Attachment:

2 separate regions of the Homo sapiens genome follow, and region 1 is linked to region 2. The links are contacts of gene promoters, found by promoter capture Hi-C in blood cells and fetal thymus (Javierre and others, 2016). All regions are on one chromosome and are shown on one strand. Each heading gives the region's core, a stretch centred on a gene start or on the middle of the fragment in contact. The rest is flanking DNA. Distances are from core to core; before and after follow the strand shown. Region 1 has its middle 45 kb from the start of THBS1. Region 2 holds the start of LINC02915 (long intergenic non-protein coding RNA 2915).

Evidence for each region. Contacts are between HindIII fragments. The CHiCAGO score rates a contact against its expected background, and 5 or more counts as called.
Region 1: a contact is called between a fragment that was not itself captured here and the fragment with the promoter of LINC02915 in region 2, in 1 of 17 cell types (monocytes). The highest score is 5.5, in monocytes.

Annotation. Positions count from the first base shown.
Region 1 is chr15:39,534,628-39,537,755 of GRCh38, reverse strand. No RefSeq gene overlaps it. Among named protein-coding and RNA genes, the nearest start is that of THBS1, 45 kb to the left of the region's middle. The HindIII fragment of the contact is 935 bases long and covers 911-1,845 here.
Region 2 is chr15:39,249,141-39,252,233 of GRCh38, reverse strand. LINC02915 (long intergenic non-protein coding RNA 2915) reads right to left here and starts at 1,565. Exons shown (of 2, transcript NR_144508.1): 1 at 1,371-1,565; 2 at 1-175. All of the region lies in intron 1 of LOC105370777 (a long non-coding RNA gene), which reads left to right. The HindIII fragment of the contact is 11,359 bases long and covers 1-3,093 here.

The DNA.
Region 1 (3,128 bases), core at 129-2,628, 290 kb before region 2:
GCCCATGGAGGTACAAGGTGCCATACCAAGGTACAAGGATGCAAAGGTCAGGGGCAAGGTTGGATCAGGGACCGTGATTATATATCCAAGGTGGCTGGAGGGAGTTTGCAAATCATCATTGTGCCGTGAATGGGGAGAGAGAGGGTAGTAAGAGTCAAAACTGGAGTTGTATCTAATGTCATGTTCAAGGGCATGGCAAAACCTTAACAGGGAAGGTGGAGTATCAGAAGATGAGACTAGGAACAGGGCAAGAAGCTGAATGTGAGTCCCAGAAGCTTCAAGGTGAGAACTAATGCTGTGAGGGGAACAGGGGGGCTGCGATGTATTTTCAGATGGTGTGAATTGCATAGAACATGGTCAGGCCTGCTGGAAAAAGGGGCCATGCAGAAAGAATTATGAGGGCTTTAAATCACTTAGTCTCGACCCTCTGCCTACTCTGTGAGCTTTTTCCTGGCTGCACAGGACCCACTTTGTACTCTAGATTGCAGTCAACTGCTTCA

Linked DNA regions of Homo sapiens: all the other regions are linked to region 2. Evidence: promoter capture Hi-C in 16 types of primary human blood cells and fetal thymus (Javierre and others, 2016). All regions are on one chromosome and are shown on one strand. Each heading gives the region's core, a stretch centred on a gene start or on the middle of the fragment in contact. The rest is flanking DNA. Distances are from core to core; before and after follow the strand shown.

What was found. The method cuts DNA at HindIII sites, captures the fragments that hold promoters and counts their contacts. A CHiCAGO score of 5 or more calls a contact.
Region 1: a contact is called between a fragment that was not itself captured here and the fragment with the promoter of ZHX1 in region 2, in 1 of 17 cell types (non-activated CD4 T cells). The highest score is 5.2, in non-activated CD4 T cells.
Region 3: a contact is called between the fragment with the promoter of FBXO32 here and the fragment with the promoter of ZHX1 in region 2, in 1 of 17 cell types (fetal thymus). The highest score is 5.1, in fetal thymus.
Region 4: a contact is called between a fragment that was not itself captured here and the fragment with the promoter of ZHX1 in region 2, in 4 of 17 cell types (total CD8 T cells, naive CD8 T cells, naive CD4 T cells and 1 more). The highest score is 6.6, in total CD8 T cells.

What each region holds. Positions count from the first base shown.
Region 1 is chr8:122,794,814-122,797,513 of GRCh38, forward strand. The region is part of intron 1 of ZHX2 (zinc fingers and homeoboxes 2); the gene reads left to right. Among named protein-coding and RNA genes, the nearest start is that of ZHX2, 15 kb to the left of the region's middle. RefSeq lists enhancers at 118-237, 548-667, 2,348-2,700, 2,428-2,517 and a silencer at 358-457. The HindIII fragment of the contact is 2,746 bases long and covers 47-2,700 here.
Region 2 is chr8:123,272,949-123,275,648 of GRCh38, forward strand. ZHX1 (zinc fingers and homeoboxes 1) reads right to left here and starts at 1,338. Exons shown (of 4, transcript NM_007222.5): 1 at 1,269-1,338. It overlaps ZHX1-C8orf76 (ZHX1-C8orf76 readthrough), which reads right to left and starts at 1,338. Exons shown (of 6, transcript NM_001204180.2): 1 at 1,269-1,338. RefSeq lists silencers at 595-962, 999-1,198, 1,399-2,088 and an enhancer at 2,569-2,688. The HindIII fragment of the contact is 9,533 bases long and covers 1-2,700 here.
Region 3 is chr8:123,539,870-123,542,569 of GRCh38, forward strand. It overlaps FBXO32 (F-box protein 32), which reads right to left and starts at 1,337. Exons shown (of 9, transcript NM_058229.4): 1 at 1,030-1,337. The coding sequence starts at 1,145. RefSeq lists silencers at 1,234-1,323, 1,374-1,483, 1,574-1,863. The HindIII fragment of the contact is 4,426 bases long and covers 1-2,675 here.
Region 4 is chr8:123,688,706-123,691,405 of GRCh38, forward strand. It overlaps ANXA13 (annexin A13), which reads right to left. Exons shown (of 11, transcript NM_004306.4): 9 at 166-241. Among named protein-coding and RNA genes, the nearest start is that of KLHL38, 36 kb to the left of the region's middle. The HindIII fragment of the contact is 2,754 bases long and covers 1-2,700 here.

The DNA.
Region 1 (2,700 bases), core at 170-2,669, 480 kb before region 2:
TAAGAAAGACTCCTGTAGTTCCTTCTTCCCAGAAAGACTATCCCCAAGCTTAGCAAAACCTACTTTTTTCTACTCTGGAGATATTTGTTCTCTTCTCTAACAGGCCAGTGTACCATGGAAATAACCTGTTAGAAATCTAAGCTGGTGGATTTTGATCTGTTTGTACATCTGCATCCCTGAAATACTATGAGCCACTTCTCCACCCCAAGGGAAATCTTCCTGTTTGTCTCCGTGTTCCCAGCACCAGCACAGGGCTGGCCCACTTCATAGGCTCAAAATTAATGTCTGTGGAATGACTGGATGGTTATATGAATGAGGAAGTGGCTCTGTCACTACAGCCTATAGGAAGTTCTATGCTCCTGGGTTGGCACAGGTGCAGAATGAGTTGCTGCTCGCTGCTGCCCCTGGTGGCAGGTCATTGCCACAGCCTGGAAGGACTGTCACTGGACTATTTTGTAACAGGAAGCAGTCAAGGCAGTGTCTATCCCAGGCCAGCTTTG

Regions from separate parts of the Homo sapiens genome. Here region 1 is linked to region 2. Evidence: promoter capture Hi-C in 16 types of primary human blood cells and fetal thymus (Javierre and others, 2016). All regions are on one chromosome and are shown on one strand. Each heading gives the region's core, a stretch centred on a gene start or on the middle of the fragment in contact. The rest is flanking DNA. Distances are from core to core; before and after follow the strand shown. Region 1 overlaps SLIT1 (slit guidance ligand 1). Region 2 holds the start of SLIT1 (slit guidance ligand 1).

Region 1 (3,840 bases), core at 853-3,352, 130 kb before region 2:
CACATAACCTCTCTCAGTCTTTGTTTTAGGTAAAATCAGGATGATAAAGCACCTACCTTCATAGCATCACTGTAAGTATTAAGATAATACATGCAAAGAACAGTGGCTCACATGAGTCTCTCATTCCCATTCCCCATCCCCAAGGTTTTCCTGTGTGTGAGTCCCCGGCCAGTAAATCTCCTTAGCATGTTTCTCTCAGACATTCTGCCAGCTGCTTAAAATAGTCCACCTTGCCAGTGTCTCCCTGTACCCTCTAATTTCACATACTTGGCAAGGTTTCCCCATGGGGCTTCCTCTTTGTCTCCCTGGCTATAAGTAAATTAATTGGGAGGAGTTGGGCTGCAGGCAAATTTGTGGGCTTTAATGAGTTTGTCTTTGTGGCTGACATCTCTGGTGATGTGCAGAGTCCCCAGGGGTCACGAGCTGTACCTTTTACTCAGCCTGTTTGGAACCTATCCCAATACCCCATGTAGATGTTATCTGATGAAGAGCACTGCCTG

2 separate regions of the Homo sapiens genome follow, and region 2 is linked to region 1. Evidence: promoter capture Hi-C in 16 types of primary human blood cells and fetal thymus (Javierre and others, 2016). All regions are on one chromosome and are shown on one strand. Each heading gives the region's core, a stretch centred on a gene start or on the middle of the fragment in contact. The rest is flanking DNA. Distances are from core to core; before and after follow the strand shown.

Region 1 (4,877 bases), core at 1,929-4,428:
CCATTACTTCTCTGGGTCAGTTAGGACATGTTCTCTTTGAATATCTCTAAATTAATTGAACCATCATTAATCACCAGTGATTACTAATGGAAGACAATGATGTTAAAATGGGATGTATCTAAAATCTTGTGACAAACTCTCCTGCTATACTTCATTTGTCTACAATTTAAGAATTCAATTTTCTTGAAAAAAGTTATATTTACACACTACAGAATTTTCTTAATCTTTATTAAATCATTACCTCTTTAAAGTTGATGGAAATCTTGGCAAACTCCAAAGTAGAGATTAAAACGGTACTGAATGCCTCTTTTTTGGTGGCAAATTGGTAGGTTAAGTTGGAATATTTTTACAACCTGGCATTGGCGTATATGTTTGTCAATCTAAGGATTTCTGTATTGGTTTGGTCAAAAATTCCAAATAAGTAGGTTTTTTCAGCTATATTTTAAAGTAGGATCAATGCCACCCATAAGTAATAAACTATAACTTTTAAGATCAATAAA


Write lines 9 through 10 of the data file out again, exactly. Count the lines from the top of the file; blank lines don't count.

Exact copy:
GCCCATGGAGGTACAAGGTGCCATACCAAGGTACAAGGATGCAAAGGTCAGGGGCAAGGTTGGATCAGGGACCGTGATTATATATCCAAGGTGGCTGGAGGGAGTTTGCAAATCATCATTGTGCCGTGAATGGGGAGAGAGAGGGTAGTAAGAGTCAAAACTGGAGTTGTATCTAATGTCATGTTCAAGGGCATGGCAAAACCTTAACAGGGAAGGTGGAGTATCAGAAGATGAGACTAGGAACAGGGCAAGAAGCTGAATGTGAGTCCCAGAAGCTTCAAGGTGAGAACTAATGCTGTGAGGGGAACAGGGGGGCTGCGATGTATTTTCAGATGGTGTGAATTGCATAGAACATGGTCAGGCCTGCTGGAAAAAGGGGCCATGCAGAAAGAATTATGAGGGCTTTAAATCACTTAGTCTCGACCCTCTGCCTACTCTGTGAGCTTTTTCCTGGCTGCACAGGACCCACTTTGTACTCTAGATTGCAGTCAACTGCTTCA

Linked DNA regions of Homo sapiens: all the other regions are linked to region 2. Evidence: promoter capture Hi-C in 16 types of primary human blood cells and fetal thymus (Javierre and others, 2016). All regions are on one chromosome and are shown on one strand. Each heading gives the region's core, a stretch centred on a gene start or on the middle of the fragment in contact. The rest is flanking DNA. Distances are from core to core; before and after follow the strand shown.